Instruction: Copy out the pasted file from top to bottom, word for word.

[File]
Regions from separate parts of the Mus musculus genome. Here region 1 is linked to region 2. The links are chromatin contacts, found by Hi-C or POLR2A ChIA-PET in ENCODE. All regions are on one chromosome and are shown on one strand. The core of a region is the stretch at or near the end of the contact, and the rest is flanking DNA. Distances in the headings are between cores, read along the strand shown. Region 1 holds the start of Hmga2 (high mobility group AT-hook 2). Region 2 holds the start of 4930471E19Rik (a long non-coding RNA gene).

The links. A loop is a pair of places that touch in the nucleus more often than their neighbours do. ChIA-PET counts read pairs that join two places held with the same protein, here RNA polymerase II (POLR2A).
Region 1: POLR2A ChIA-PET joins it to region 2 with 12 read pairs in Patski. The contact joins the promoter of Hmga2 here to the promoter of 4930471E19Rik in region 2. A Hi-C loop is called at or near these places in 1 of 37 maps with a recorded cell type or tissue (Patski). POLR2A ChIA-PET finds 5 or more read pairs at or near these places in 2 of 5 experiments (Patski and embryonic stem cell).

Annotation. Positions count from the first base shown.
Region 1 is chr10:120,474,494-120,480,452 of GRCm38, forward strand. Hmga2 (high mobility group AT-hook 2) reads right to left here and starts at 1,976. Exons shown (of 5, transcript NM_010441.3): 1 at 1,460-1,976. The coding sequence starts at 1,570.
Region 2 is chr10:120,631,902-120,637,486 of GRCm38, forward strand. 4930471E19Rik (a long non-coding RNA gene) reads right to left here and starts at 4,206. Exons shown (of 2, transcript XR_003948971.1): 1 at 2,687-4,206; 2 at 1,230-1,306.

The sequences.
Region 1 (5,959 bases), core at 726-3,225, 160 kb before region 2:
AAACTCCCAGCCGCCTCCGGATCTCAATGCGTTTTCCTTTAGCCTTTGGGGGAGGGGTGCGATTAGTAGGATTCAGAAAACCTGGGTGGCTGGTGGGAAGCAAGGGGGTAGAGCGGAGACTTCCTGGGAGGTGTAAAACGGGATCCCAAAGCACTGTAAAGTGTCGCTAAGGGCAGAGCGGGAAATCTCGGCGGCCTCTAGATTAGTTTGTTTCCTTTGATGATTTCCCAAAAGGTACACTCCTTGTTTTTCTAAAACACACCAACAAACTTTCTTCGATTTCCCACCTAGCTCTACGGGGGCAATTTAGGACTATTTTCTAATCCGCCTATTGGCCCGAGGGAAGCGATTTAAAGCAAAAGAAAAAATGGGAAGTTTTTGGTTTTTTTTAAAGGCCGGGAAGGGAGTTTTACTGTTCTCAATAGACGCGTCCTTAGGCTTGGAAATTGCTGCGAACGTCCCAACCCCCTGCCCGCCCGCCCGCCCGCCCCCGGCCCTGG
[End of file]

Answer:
Regions from separate parts of the Mus musculus genome. Here region 1 is linked to region 2. The links are chromatin contacts, found by Hi-C or POLR2A ChIA-PET in ENCODE. All regions are on one chromosome and are shown on one strand. The core of a region is the stretch at or near the end of the contact, and the rest is flanking DNA. Distances in the headings are between cores, read along the strand shown. Region 1 holds the start of Hmga2 (high mobility group AT-hook 2). Region 2 holds the start of 4930471E19Rik (a long non-coding RNA gene).

The links. A loop is a pair of places that touch in the nucleus more often than their neighbours do. ChIA-PET counts read pairs that join two places held with the same protein, here RNA polymerase II (POLR2A).
Region 1: POLR2A ChIA-PET joins it to region 2 with 12 read pairs in Patski. The contact joins the promoter of Hmga2 here to the promoter of 4930471E19Rik in region 2. A Hi-C loop is called at or near these places in 1 of 37 maps with a recorded cell type or tissue (Patski). POLR2A ChIA-PET finds 5 or more read pairs at or near these places in 2 of 5 experiments (Patski and embryonic stem cell).

Annotation. Positions count from the first base shown.
Region 1 is chr10:120,474,494-120,480,452 of GRCm38, forward strand. Hmga2 (high mobility group AT-hook 2) reads right to left here and starts at 1,976. Exons shown (of 5, transcript NM_010441.3): 1 at 1,460-1,976. The coding sequence starts at 1,570.
Region 2 is chr10:120,631,902-120,637,486 of GRCm38, forward strand. 4930471E19Rik (a long non-coding RNA gene) reads right to left here and starts at 4,206. Exons shown (of 2, transcript XR_003948971.1): 1 at 2,687-4,206; 2 at 1,230-1,306.

The sequences.
Region 1 (5,959 bases), core at 726-3,225, 160 kb before region 2:
AAACTCCCAGCCGCCTCCGGATCTCAATGCGTTTTCCTTTAGCCTTTGGGGGAGGGGTGCGATTAGTAGGATTCAGAAAACCTGGGTGGCTGGTGGGAAGCAAGGGGGTAGAGCGGAGACTTCCTGGGAGGTGTAAAACGGGATCCCAAAGCACTGTAAAGTGTCGCTAAGGGCAGAGCGGGAAATCTCGGCGGCCTCTAGATTAGTTTGTTTCCTTTGATGATTTCCCAAAAGGTACACTCCTTGTTTTTCTAAAACACACCAACAAACTTTCTTCGATTTCCCACCTAGCTCTACGGGGGCAATTTAGGACTATTTTCTAATCCGCCTATTGGCCCGAGGGAAGCGATTTAAAGCAAAAGAAAAAATGGGAAGTTTTTGGTTTTTTTTAAAGGCCGGGAAGGGAGTTTTACTGTTCTCAATAGACGCGTCCTTAGGCTTGGAAATTGCTGCGAACGTCCCAACCCCCTGCCCGCCCGCCCGCCCGCCCCCGGCCCTGG